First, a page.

website:  component: "@serverless/website"  inputs:    code:      src: ./public  domain: www.messingwithserverless.com

Conclusions

It took about 45 seconds to create the website and get things configured the first time. Pushing website updates to an already configured website takes less than 15 seconds to complete. Very spunky performance. I’m super stoked about the custom domain and SSL configuration that Serverless Components wired up from information in the configuration YAML file. That’s really slick.

Overall I’m very impressed with Serverless Components, even with this beta. It looks solid in its current incarnation and really expands what the Serverless Framework can do for developers looking to build serverless applications across all the different cloud providers. Having a common and consistent CLI tool for provisioning resources and wiring things up on the backend is a boon to developer productivity.

I think it will be really interesting to see how Serverless Components competes with other Infrastructure as Code tools like Terraform and Pulumi. Those tools seem more general in scope and don’t have the focus on cloud computing use-cases like Serverless Components does. Those focusing on common cloud computing use-cases like putting up static websites or creating serverless functions behind a REST API might find Serverless Components much more approachable than something like Terraform. I’ve used Terraform in the past for some serverless work and it was kind of clunky with respects to deployment. It’s strong suit seems to be the provisioning part of the equation.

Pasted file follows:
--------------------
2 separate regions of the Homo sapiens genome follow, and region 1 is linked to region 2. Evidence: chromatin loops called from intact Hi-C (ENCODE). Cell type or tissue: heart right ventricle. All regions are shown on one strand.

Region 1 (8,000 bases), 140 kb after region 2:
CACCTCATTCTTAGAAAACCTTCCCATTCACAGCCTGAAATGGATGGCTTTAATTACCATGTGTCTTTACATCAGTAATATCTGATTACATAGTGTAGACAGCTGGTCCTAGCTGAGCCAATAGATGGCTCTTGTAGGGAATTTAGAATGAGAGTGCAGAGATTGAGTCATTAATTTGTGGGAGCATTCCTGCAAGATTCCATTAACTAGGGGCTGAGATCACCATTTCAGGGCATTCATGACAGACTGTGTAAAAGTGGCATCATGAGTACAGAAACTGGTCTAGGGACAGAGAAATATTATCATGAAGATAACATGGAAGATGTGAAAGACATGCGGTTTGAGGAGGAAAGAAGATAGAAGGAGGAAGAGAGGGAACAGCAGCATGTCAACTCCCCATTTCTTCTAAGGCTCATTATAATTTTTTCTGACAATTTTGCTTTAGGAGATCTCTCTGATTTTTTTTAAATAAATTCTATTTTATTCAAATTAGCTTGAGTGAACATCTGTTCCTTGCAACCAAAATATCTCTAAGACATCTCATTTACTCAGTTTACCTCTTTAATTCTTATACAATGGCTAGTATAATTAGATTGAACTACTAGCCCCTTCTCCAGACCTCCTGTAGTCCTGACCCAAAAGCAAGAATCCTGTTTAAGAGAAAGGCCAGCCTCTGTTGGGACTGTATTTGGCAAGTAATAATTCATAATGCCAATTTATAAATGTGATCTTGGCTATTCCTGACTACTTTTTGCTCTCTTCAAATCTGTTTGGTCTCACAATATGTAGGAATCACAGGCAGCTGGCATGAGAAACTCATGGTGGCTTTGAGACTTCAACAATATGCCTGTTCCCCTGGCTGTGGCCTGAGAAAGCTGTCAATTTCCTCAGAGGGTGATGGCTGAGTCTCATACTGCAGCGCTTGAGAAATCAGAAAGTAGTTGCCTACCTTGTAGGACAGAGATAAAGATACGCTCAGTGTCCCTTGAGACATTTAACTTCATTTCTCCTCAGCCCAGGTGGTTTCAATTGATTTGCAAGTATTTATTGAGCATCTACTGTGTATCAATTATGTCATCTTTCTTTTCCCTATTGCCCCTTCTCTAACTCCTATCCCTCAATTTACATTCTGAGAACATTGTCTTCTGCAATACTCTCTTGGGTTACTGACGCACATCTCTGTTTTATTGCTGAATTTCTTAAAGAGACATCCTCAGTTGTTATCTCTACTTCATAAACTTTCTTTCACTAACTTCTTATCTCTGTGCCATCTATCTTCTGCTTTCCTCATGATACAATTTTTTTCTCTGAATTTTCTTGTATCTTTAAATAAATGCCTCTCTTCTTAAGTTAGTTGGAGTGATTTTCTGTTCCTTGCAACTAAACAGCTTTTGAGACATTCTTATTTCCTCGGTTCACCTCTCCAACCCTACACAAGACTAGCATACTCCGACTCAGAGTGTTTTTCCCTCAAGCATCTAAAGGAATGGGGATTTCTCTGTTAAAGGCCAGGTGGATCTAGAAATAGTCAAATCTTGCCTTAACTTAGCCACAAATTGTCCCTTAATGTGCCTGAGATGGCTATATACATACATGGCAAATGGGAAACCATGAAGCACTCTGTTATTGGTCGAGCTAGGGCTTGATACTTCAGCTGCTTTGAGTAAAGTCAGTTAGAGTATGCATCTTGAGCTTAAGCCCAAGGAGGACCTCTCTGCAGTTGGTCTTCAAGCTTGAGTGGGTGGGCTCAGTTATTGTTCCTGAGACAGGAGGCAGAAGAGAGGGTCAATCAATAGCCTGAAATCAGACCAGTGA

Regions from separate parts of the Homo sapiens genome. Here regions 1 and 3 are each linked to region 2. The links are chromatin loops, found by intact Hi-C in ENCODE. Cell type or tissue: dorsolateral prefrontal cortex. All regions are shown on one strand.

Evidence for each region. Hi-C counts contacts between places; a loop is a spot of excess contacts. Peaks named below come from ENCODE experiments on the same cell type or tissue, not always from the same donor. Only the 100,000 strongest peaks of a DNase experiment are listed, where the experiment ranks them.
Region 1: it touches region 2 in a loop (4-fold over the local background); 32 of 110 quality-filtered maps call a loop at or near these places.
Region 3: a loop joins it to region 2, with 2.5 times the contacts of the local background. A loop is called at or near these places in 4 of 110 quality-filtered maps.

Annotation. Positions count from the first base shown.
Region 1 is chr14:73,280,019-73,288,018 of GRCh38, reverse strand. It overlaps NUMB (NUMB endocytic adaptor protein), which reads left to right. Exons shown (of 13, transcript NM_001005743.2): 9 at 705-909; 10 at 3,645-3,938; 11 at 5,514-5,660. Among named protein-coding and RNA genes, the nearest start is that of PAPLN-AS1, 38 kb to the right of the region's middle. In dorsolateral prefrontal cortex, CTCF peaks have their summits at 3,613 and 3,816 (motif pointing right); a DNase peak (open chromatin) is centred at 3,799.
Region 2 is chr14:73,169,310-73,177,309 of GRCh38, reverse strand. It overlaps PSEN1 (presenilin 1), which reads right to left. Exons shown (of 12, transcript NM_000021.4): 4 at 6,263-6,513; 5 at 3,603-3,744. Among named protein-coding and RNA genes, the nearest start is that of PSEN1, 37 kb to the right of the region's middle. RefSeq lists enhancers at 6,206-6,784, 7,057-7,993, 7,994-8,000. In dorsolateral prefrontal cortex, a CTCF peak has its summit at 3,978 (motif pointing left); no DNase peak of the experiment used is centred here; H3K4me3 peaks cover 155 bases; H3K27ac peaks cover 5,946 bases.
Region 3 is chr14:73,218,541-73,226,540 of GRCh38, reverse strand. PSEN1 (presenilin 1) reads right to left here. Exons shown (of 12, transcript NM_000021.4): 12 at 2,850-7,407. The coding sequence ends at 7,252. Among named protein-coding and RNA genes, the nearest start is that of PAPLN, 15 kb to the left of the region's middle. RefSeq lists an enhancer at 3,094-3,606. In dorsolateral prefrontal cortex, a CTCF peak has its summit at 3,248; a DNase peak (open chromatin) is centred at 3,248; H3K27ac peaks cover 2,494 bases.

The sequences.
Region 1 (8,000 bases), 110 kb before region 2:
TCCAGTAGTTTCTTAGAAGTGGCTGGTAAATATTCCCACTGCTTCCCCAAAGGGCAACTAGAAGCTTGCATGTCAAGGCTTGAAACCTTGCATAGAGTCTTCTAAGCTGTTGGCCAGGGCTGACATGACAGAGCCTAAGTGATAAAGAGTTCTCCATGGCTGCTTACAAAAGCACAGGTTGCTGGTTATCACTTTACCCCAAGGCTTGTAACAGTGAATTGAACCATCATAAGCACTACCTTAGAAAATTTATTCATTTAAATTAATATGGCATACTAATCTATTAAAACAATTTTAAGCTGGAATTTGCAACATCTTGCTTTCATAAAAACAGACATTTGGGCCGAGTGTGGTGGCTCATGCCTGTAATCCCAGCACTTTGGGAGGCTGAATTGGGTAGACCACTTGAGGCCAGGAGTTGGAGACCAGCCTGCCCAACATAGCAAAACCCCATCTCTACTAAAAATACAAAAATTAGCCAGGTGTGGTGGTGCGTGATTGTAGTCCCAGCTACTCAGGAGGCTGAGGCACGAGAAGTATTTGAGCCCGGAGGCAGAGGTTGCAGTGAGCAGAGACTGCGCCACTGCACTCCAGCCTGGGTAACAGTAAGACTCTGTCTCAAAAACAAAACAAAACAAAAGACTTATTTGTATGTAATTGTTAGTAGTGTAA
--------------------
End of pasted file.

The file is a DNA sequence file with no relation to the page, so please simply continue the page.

Finally, I must say I’m really intrigued by Gatsby and will definitely be checking that out more in the coming weeks and months. The Gatsby website is very snazzy and it looks like there’s a huge community forming around that offering. I could see how it could be useful for a lot of common use cases. Look for more blog entries around Gatsby in the future.

Christopher Bartling

Written by

Father, husband, software developer